Sports

Students aren’t members

Katherine DeClerq | Fulcrum Staff

AS A STUDENT at the University of Ottawa, I like to take advantage of the free classes offered at the Sports Complex. On Fridays I attend the Zumba classes, while I relax with an hour of yoga on Sundays.

However, this week I came to a startling realization: While the Sports Complex allows students to use its facility, programs, and free classes, we aren’t actually considered members of the gym.

It was a Sunday afternoon, and I had a lot of deadlines to make and readings to do for an assignment. Completely stressed, I trekked down King Edward to the Sports Complex for some yoga, figuring I would stretch, relax my mind, and then get back to work.

I arrived around 2:35 p.m., and there was already a waiting list for the class that started at 3 p.m. I was told to return at about 2:55 p.m. to see if I could get in.

I was a bit confused—how could there be a waiting list? Do people usually sign up for classes and then decide not to go? I asked the people at the desk and got the following response: “There are 15 spots for students and 15 spots reserved for members. By 2:55 p.m., if no more members show up, we will start taking people from the waiting list.”

When I asked why that was so, I was told that members paid a lot more than students and were complaining there were never any spots for them in the classes offered.

My response—get there early like the rest of us. Let’s just say it wasn’t the most relaxing yoga session I’ve had in my lifetime.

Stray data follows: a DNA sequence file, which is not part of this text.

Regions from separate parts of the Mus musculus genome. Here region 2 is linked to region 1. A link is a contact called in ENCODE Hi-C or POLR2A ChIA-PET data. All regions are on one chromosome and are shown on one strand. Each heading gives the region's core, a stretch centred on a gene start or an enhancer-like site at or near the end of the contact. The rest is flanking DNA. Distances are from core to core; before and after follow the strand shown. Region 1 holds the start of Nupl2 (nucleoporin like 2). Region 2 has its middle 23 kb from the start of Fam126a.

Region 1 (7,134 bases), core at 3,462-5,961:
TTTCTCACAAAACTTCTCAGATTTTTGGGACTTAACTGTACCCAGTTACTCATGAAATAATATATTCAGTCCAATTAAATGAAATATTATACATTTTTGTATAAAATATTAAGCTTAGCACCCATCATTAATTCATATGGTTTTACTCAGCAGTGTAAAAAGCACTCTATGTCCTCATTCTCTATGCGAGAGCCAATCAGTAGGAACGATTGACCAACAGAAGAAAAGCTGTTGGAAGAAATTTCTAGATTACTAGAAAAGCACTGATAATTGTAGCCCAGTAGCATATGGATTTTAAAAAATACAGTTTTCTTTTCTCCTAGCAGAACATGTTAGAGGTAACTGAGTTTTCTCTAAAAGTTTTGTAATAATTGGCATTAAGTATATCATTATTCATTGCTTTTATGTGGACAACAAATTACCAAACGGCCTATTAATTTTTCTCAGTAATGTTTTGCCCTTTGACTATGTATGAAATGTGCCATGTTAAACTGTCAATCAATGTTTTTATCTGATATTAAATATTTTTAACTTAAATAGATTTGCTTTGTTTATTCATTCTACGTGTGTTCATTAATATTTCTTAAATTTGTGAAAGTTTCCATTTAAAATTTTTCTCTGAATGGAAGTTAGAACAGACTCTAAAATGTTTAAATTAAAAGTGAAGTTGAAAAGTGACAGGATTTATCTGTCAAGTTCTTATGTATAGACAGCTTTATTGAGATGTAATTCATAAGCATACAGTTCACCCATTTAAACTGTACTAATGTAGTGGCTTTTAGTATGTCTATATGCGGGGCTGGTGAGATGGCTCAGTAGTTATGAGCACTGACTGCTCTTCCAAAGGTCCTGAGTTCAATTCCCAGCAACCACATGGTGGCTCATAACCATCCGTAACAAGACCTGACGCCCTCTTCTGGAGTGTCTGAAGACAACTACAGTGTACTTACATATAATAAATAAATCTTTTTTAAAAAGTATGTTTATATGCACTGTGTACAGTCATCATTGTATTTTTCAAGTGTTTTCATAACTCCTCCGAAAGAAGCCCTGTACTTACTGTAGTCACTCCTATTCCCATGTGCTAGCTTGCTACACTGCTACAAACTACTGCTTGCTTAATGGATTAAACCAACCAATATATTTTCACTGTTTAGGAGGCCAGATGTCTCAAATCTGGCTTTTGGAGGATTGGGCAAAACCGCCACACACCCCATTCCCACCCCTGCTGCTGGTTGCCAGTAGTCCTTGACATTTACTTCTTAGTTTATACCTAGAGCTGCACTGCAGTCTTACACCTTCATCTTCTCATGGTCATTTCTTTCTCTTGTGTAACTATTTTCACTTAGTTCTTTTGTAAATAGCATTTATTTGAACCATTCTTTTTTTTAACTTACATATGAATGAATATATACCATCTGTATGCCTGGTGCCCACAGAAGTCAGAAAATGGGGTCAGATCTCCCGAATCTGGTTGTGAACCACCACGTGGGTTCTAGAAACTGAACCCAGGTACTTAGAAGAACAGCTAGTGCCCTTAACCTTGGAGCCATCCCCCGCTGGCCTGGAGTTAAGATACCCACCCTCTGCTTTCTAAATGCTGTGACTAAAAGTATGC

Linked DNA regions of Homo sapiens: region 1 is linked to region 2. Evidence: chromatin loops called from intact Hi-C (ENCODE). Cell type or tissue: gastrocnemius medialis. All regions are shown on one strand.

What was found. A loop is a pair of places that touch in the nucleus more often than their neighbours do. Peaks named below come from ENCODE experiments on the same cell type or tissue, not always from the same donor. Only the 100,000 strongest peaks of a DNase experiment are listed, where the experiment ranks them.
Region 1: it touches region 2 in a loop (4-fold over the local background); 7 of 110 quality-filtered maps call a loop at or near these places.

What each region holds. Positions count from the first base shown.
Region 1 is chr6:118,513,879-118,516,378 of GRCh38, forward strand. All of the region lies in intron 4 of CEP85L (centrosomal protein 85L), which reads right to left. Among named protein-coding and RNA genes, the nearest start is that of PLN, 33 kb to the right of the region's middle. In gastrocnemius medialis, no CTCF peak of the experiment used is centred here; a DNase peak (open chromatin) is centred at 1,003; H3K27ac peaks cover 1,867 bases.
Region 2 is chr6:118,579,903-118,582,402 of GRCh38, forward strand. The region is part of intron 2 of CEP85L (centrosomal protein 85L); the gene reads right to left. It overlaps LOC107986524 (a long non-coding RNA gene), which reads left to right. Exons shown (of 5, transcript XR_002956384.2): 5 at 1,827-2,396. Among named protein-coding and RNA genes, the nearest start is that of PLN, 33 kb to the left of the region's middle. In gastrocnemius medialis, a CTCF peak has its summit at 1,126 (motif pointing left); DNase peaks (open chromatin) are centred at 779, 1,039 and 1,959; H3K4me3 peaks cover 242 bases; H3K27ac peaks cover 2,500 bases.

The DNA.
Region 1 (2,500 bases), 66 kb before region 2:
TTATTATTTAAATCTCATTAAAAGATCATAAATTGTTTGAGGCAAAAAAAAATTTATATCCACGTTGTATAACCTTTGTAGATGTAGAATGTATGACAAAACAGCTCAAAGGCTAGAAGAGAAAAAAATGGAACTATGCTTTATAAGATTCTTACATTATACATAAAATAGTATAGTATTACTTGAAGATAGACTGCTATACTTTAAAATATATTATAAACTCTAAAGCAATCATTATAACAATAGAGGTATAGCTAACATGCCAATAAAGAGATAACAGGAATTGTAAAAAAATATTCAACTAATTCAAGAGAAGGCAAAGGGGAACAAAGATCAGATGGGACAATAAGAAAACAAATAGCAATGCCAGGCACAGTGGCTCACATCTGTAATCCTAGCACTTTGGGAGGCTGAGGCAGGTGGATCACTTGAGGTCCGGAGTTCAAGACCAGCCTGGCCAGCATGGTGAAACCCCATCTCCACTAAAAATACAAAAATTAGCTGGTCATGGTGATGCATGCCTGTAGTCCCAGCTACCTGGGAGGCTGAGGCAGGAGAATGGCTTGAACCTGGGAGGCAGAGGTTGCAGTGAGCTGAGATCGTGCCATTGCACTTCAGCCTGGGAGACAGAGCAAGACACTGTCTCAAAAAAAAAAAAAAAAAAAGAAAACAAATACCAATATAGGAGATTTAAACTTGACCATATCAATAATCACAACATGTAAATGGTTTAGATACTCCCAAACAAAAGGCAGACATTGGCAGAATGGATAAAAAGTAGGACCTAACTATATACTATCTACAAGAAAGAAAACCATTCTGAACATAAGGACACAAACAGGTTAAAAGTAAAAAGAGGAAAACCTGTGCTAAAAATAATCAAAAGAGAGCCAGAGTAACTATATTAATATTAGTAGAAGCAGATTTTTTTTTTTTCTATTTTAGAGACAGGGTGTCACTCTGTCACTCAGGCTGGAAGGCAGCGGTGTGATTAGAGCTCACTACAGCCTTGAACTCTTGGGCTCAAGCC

Students pay about $202 for access to the Sports Complex, while members of the community can pay anywhere between $275–523 for a year. So yes, they pay more, but I don’t think that should give them special treatment over students. If you really want to do a quick calculation, take a look at how many students pay for gym “membership” and don’t use any of the services, yet the fees are mandatory in their ancillary fees.

Even if we focus on the full-time students at the University of Ottawa, I would bet anything that the money accumulated would amount to more than the funds the Sports Complex receives from community members.

Last time I checked, I held a student membership. I may not pay as much as some random person from Sandy Hill, but that shouldn’t mean I can’t get in to a free class. Students have to get there half an hour early to ensure they get a spot, so why should members be able to show up five minutes before the class and still get in before those who have been waiting?

I always assumed the Sports Complex was part of the university, and that students were their main customers. But I guess if you pay less than $275, none of that really matters.